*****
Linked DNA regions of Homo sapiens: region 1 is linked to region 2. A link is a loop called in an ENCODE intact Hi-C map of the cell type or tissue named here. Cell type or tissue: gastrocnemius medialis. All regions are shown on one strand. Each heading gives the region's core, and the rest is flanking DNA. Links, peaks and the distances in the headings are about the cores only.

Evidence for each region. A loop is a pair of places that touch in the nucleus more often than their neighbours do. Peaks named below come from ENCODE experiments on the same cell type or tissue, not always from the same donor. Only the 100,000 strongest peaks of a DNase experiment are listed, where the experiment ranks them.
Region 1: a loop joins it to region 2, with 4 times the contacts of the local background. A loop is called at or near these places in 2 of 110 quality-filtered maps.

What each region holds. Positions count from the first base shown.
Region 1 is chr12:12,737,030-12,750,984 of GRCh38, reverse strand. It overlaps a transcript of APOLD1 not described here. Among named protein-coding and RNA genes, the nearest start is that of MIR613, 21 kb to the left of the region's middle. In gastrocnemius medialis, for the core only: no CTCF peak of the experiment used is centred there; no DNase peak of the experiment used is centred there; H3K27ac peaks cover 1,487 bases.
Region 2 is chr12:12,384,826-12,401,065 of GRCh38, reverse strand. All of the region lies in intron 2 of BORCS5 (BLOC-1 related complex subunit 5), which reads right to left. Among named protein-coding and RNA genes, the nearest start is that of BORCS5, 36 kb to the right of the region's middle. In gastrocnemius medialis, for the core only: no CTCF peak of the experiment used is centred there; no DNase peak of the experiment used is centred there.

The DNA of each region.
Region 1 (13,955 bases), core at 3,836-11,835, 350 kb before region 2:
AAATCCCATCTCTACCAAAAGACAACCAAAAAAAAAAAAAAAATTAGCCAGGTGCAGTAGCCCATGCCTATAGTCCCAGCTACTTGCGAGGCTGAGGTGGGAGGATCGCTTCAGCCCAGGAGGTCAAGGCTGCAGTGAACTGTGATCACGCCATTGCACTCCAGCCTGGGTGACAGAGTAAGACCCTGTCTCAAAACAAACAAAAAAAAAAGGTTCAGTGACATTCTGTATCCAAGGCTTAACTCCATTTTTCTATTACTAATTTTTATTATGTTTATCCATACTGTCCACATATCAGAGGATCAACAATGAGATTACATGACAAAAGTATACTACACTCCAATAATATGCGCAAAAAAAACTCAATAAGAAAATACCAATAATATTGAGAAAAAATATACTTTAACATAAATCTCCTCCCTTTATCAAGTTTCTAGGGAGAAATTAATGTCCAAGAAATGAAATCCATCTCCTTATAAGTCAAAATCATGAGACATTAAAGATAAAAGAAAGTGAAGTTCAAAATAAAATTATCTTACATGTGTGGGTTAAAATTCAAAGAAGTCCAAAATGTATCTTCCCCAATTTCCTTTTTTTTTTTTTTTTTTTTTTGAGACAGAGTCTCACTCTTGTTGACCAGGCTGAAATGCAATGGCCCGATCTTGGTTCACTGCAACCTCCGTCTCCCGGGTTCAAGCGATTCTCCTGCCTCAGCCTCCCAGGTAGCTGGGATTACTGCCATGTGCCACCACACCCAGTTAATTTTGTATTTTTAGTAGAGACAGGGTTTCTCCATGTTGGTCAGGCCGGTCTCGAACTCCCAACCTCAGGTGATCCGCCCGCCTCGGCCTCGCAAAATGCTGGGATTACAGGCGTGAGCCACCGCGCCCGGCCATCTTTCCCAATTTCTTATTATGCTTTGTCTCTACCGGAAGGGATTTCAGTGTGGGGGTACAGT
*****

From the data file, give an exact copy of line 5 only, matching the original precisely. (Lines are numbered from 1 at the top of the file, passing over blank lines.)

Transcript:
Region 1 is chr12:12,737,030-12,750,984 of GRCh38, reverse strand. It overlaps a transcript of APOLD1 not described here. Among named protein-coding and RNA genes, the nearest start is that of MIR613, 21 kb to the left of the region's middle. In gastrocnemius medialis, for the core only: no CTCF peak of the experiment used is centred there; no DNase peak of the experiment used is centred there; H3K27ac peaks cover 1,487 bases.